The other day I was proofing the final pages for my upcoming book, What If We Taught the Way Children Learn? and read the following from Chapter 20:

We need creativity in medicine if we’re to find new healing methods. We need creativity in science if we’re to discover answers to the world’s mysteries.

When I first wrote those words, never in my wildest imagination could I have envisioned the mystery that recently turned our world upside down. Who but someone like Stephen King could have concocted the pandemic that has had me and so many others isolated at home, at this point, for over 11 weeks? That has caused the deaths, at this point, of 100 thousand people in the United States alone. I was simply writing about the need for our education system to foster creativity in our children. And I was pointing out that creativity is not the domain of artists alone.

Isn’t it sad that it has taken a pandemic to highlight how desperately we require problem solvers in this world? As I write this, scientists urgently search for a vaccine or cure for Covid-19, and medical professionals feverishly try to contain the spread and to work in far-less-than-ideal conditions. If that doesn’t define creative problem solving and imagination, I don’t know what does.

Clearly, the world doesn’t need more people able to complete worksheets and fill in bubbles on tests. It requires divergent thinkers – individuals who see multiple solutions to challenges! Who can see beyond what already exists.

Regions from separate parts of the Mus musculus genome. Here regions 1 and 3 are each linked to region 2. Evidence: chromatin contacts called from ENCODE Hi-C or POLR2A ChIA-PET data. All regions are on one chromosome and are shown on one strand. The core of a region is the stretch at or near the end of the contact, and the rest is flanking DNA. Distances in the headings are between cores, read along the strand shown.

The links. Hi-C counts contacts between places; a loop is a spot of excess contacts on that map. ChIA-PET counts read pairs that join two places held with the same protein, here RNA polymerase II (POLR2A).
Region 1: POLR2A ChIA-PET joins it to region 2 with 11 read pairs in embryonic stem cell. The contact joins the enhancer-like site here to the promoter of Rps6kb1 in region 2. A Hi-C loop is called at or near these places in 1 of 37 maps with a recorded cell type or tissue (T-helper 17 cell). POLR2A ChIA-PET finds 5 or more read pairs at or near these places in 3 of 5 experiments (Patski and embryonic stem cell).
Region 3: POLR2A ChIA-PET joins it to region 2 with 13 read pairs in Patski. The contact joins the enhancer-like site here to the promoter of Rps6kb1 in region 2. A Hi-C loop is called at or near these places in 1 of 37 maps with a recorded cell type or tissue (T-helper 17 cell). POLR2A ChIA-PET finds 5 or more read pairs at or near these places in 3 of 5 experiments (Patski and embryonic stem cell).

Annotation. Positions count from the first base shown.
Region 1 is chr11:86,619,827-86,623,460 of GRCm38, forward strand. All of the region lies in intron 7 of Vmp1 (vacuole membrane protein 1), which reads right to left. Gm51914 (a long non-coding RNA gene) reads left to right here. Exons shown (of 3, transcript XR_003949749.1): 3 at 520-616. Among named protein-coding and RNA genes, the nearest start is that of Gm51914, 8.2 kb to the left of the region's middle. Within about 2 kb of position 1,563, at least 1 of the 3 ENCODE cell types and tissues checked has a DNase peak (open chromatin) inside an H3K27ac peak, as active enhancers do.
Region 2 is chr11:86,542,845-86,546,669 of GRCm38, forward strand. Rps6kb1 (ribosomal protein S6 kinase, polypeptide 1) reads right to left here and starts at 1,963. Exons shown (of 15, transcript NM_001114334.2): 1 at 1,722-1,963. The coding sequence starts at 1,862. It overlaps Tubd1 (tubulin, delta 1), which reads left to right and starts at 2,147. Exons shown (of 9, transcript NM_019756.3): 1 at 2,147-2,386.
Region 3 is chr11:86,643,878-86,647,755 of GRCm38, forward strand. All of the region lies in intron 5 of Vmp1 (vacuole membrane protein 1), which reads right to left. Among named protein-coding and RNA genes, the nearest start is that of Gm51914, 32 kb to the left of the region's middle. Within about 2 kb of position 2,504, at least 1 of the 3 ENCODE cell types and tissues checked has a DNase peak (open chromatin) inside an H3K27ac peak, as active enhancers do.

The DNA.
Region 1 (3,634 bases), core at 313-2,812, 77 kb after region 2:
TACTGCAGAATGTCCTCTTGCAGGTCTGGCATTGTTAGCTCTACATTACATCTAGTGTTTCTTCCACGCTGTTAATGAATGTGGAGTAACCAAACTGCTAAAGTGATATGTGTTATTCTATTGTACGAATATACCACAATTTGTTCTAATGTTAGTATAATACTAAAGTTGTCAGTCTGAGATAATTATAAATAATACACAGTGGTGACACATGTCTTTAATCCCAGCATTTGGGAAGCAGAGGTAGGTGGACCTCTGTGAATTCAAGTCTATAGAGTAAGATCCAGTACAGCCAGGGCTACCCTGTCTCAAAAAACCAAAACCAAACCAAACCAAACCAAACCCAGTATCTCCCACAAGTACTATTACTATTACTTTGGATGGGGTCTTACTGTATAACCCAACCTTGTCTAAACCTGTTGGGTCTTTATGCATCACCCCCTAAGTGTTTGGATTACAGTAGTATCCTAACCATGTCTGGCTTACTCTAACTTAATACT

I have never understood the inclination of an education system to foster convergent thinking. To promote the idea that there is only one right answer to every question, as do worksheets and standardized tests. To pump out individuals who fit neatly into molds. I’ve said something similar before, and I’ll say it again: Einstein didn’t fit into a mold. Marie Curie didn’t fit into a mold. Dr. Christiaan Barnard, the cardiac surgeon who performed the world’s first heart transplant, did not fit into a mold. Nor did Steve Jobs; Virginia Apgar, the obstetrical anesthesiologist who invented the Apgar score; or Wangari Maathai, the first African woman to win the Nobel Prize.

All of these individuals likely thrived despite their schooling. We know Steve Jobs and Einstein did. But are we willing to take the chance that people of this caliber will continue to come along without the appropriate encouragement? It seems even more improbable now that testing and accountability have almost completely taken over our education system. Don’t we want more, rather than fewer, individuals who can change the world for the better?

As I wrote in my last blog post, it’s time for a revolution in early childhood education. Heck, we need one in education in general! We simply can’t stand by and let policymakers who don’t understand children, child development, brain research, or how children learn continue to make all the decisions about how children learn!

So many people have reached out to me since I published that post. They all want to join me in the revolution and are waiting for me to lead the charge. So far, I’ve decided to create an online course about advocacy in ECE. But, beyond that, I’m still “percolating” on ideas. And, like so many of you, I’m a little overwhelmed right now. But that doesn’t mean I don’t want to hear from you – especially if you have ideas for the revolution!

I don’t know how many people will connect the dots and see the correlation between the horrors we’re currently experiencing (even more since I originally drafted this piece) and the need for creative problem solving. But I hope a lot of them will. And that they will also see the link between the need for creative problem solving and the failures of our education system – and will be willing to help generate change.

 

Rae Pica
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